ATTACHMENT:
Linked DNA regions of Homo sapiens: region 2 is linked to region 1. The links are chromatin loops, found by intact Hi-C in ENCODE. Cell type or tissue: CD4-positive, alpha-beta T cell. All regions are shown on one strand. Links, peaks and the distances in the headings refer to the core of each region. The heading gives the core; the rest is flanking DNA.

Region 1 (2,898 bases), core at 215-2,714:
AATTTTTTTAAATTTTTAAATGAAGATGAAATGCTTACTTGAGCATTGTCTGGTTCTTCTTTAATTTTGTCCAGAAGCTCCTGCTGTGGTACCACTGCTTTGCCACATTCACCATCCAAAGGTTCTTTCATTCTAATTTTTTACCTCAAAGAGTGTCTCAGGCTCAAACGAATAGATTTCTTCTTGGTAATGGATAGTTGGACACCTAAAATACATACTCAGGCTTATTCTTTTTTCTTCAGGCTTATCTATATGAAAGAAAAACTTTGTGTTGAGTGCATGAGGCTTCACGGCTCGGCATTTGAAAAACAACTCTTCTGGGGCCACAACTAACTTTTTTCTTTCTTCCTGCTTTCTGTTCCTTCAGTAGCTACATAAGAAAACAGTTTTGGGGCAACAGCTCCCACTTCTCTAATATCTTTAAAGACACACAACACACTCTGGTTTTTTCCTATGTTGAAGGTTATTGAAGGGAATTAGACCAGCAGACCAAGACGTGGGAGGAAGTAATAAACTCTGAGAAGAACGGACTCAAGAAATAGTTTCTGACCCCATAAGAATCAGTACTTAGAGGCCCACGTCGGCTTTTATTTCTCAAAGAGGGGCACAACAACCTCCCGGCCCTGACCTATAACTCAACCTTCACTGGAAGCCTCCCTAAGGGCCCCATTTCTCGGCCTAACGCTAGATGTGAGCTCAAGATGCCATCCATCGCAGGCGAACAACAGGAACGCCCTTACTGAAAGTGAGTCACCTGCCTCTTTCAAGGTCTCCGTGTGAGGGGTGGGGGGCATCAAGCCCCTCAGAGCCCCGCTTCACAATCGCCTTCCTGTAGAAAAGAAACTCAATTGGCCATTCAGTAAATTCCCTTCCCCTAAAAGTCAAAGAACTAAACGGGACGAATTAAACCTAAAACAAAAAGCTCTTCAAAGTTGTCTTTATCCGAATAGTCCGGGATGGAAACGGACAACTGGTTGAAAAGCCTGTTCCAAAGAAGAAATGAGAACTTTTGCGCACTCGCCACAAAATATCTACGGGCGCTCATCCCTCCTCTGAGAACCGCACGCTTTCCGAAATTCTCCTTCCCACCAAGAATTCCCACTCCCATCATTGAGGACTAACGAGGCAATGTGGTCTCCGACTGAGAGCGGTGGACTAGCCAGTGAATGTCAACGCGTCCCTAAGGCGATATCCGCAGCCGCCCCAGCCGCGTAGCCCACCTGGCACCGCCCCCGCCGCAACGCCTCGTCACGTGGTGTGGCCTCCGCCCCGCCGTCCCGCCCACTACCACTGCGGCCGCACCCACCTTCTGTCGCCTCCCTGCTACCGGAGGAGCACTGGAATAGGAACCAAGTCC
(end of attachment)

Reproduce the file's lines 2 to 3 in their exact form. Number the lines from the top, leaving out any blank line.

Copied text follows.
Region 1 (2,898 bases), core at 215-2,714:
AATTTTTTTAAATTTTTAAATGAAGATGAAATGCTTACTTGAGCATTGTCTGGTTCTTCTTTAATTTTGTCCAGAAGCTCCTGCTGTGGTACCACTGCTTTGCCACATTCACCATCCAAAGGTTCTTTCATTCTAATTTTTTACCTCAAAGAGTGTCTCAGGCTCAAACGAATAGATTTCTTCTTGGTAATGGATAGTTGGACACCTAAAATACATACTCAGGCTTATTCTTTTTTCTTCAGGCTTATCTATATGAAAGAAAAACTTTGTGTTGAGTGCATGAGGCTTCACGGCTCGGCATTTGAAAAACAACTCTTCTGGGGCCACAACTAACTTTTTTCTTTCTTCCTGCTTTCTGTTCCTTCAGTAGCTACATAAGAAAACAGTTTTGGGGCAACAGCTCCCACTTCTCTAATATCTTTAAAGACACACAACACACTCTGGTTTTTTCCTATGTTGAAGGTTATTGAAGGGAATTAGACCAGCAGACCAAGACGTGGGAGGAAGTAATAAACTCTGAGAAGAACGGACTCAAGAAATAGTTTCTGACCCCATAAGAATCAGTACTTAGAGGCCCACGTCGGCTTTTATTTCTCAAAGAGGGGCACAACAACCTCCCGGCCCTGACCTATAACTCAACCTTCACTGGAAGCCTCCCTAAGGGCCCCATTTCTCGGCCTAACGCTAGATGTGAGCTCAAGATGCCATCCATCGCAGGCGAACAACAGGAACGCCCTTACTGAAAGTGAGTCACCTGCCTCTTTCAAGGTCTCCGTGTGAGGGGTGGGGGGCATCAAGCCCCTCAGAGCCCCGCTTCACAATCGCCTTCCTGTAGAAAAGAAACTCAATTGGCCATTCAGTAAATTCCCTTCCCCTAAAAGTCAAAGAACTAAACGGGACGAATTAAACCTAAAACAAAAAGCTCTTCAAAGTTGTCTTTATCCGAATAGTCCGGGATGGAAACGGACAACTGGTTGAAAAGCCTGTTCCAAAGAAGAAATGAGAACTTTTGCGCACTCGCCACAAAATATCTACGGGCGCTCATCCCTCCTCTGAGAACCGCACGCTTTCCGAAATTCTCCTTCCCACCAAGAATTCCCACTCCCATCATTGAGGACTAACGAGGCAATGTGGTCTCCGACTGAGAGCGGTGGACTAGCCAGTGAATGTCAACGCGTCCCTAAGGCGATATCCGCAGCCGCCCCAGCCGCGTAGCCCACCTGGCACCGCCCCCGCCGCAACGCCTCGTCACGTGGTGTGGCCTCCGCCCCGCCGTCCCGCCCACTACCACTGCGGCCGCACCCACCTTCTGTCGCCTCCCTGCTACCGGAGGAGCACTGGAATAGGAACCAAGTCC